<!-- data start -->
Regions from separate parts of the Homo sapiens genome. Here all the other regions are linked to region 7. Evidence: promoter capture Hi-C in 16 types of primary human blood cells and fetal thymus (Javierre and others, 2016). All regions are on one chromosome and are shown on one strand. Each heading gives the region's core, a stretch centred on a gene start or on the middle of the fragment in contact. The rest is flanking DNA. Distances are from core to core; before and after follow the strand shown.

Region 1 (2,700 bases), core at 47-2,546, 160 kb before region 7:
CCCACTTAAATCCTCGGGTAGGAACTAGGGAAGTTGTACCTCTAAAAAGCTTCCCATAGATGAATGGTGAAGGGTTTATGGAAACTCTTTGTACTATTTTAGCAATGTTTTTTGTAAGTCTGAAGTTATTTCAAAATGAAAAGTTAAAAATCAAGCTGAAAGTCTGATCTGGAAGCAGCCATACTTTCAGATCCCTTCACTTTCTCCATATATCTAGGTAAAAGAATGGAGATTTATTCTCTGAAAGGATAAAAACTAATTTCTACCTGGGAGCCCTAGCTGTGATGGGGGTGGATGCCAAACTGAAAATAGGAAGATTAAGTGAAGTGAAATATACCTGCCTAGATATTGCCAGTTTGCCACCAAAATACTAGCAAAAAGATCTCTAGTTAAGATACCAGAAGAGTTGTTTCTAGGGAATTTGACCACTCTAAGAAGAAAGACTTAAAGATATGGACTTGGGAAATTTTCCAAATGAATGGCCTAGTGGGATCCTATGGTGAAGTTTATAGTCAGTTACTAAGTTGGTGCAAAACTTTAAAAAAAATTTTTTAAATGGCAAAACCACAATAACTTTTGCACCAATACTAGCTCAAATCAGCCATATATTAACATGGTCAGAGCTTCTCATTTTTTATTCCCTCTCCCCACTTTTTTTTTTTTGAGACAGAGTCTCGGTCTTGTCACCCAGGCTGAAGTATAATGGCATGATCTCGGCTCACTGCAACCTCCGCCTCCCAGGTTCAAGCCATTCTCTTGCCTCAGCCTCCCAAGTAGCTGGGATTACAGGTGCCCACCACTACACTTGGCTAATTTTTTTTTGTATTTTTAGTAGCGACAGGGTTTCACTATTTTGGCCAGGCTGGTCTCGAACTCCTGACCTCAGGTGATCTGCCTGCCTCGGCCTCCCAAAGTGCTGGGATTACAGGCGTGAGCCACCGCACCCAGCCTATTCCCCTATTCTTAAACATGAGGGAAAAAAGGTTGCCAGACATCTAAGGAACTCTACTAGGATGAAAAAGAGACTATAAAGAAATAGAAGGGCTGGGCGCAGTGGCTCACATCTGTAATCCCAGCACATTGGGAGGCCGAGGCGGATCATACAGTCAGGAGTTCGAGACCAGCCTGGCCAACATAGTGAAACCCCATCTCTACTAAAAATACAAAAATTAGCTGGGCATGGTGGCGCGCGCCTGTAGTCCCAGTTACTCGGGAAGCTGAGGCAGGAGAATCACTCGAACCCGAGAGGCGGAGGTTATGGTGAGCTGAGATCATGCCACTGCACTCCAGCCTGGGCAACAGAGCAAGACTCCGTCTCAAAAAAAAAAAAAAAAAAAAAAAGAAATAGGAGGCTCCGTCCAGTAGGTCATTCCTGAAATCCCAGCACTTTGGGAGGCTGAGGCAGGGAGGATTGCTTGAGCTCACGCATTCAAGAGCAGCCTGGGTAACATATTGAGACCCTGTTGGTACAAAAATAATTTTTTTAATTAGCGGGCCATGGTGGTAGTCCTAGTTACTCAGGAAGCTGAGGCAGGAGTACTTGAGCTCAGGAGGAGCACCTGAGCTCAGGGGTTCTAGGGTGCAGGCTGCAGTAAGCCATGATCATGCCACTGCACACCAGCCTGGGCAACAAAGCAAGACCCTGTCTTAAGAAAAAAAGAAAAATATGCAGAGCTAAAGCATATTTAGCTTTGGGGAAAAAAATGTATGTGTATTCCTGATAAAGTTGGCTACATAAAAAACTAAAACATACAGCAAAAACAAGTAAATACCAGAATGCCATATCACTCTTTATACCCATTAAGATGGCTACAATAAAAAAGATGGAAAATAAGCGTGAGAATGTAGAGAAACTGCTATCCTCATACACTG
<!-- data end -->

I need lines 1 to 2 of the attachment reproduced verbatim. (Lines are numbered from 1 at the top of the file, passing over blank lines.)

Regions from separate parts of the Homo sapiens genome. Here all the other regions are linked to region 7. Evidence: promoter capture Hi-C in 16 types of primary human blood cells and fetal thymus (Javierre and others, 2016). All regions are on one chromosome and are shown on one strand. Each heading gives the region's core, a stretch centred on a gene start or on the middle of the fragment in contact. The rest is flanking DNA. Distances are from core to core; before and after follow the strand shown.

Region 1 (2,700 bases), core at 47-2,546, 160 kb before region 7: